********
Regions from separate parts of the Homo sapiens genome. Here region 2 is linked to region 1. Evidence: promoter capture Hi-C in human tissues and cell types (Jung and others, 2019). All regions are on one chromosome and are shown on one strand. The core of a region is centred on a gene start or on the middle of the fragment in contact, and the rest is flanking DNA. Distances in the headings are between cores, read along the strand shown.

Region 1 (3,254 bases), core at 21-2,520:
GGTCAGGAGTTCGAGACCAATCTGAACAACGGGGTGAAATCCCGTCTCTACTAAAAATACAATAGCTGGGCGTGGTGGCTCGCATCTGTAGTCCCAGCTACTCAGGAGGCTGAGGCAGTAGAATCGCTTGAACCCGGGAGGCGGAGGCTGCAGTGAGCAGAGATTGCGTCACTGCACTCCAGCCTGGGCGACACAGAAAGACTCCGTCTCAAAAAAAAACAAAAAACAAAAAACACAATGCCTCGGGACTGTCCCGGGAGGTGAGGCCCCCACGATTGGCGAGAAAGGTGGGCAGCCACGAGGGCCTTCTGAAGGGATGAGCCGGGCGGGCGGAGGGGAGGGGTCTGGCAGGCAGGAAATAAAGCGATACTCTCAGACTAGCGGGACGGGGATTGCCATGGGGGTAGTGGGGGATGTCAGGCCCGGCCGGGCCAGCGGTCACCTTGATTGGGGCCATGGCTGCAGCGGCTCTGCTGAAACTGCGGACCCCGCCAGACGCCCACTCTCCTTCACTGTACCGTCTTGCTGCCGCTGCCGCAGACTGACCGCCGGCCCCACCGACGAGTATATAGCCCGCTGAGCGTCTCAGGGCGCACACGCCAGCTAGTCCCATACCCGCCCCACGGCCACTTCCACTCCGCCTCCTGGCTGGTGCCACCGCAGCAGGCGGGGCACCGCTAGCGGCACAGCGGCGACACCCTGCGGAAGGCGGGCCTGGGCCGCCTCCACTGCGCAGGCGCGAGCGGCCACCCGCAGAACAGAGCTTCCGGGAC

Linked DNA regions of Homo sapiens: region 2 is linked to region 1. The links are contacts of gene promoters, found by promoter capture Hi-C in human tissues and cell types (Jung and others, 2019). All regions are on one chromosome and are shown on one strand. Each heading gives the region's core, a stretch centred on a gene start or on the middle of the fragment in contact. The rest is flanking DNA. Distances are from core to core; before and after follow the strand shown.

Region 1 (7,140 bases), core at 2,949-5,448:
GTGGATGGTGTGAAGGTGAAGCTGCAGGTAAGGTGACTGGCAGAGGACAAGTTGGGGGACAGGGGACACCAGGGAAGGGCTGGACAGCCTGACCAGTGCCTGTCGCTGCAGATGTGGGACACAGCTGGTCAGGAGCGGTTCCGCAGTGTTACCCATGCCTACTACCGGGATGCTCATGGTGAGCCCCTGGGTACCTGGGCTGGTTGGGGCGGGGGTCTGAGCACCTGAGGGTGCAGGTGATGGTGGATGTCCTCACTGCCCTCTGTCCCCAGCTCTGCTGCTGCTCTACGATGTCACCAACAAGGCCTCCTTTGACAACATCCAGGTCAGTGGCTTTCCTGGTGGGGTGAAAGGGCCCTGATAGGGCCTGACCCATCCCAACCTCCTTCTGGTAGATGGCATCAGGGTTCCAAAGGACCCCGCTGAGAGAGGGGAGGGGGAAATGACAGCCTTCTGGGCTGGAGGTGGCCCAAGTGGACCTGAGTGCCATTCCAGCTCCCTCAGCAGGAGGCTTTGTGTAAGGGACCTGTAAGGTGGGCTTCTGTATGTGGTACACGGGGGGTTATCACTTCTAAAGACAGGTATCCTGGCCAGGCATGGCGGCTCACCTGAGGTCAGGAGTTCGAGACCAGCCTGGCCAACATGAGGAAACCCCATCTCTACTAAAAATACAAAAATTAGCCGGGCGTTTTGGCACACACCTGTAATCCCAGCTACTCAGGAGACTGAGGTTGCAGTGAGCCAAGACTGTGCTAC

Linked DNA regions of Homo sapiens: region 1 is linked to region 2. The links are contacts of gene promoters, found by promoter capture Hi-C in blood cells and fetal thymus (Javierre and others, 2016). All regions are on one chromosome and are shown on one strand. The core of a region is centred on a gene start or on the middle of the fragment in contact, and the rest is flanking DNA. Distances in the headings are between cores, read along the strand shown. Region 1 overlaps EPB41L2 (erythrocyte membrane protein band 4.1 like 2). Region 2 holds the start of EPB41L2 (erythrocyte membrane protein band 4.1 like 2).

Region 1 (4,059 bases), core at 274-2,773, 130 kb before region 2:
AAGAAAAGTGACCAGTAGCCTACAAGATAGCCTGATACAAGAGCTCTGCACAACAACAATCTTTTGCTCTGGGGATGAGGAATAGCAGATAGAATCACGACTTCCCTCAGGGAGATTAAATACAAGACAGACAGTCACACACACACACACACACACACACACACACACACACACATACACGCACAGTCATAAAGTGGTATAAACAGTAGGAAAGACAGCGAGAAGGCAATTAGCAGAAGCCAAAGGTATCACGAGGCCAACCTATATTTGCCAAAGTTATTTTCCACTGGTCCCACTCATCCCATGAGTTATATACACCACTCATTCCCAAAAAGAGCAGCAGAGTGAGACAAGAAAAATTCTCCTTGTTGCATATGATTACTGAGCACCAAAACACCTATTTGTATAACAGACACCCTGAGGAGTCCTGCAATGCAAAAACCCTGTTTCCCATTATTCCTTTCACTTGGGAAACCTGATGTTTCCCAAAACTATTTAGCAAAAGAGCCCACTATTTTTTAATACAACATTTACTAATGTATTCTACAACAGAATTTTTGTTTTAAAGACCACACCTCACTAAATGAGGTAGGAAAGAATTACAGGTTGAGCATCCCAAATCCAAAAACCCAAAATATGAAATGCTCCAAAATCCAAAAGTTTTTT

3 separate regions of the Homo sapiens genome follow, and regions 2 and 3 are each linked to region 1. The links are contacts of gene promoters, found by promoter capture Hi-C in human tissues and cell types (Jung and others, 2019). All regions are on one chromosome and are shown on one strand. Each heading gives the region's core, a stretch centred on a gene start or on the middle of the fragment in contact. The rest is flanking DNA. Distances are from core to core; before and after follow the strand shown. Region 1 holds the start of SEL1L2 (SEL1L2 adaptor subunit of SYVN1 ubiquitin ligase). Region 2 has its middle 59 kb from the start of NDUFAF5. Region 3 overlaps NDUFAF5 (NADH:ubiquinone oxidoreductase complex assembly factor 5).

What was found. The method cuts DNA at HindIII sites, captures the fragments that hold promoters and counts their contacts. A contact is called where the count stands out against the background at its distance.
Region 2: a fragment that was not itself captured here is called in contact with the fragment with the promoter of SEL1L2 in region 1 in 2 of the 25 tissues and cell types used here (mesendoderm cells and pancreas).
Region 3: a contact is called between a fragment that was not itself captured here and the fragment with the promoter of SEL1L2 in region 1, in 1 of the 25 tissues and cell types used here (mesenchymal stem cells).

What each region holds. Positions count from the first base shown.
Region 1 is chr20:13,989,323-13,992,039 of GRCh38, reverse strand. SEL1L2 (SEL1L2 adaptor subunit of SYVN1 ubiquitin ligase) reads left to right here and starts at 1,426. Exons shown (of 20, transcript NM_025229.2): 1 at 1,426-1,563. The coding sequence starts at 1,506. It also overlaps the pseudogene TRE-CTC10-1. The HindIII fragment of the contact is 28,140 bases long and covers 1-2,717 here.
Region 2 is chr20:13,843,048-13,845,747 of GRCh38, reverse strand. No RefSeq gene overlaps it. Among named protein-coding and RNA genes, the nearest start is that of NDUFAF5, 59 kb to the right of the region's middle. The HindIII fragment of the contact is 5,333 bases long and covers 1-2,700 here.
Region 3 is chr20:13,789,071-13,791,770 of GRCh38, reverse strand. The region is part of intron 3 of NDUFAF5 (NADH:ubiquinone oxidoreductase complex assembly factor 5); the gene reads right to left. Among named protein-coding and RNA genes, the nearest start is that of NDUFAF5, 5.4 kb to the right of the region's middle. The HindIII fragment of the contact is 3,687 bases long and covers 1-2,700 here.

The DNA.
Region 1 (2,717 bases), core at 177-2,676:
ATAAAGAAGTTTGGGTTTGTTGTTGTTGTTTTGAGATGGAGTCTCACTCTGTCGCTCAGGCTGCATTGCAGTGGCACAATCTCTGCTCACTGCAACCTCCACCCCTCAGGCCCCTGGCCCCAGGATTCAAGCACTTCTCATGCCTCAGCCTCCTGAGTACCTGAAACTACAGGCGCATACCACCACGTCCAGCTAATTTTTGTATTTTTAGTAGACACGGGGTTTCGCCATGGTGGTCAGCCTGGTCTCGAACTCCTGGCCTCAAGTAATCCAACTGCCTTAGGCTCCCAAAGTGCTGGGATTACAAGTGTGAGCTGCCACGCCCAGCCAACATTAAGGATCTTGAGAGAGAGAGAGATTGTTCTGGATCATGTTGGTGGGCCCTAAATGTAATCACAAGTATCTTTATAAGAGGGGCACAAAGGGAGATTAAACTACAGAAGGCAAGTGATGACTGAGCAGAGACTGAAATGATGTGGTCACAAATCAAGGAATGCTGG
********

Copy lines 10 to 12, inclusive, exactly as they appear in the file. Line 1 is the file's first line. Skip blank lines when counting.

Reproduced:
3 separate regions of the Homo sapiens genome follow, and regions 2 and 3 are each linked to region 1. The links are contacts of gene promoters, found by promoter capture Hi-C in human tissues and cell types (Jung and others, 2019). All regions are on one chromosome and are shown on one strand. Each heading gives the region's core, a stretch centred on a gene start or on the middle of the fragment in contact. The rest is flanking DNA. Distances are from core to core; before and after follow the strand shown. Region 1 holds the start of SEL1L2 (SEL1L2 adaptor subunit of SYVN1 ubiquitin ligase). Region 2 has its middle 59 kb from the start of NDUFAF5. Region 3 overlaps NDUFAF5 (NADH:ubiquinone oxidoreductase complex assembly factor 5).

What was found. The method cuts DNA at HindIII sites, captures the fragments that hold promoters and counts their contacts. A contact is called where the count stands out against the background at its distance.
Region 2: a fragment that was not itself captured here is called in contact with the fragment with the promoter of SEL1L2 in region 1 in 2 of the 25 tissues and cell types used here (mesendoderm cells and pancreas).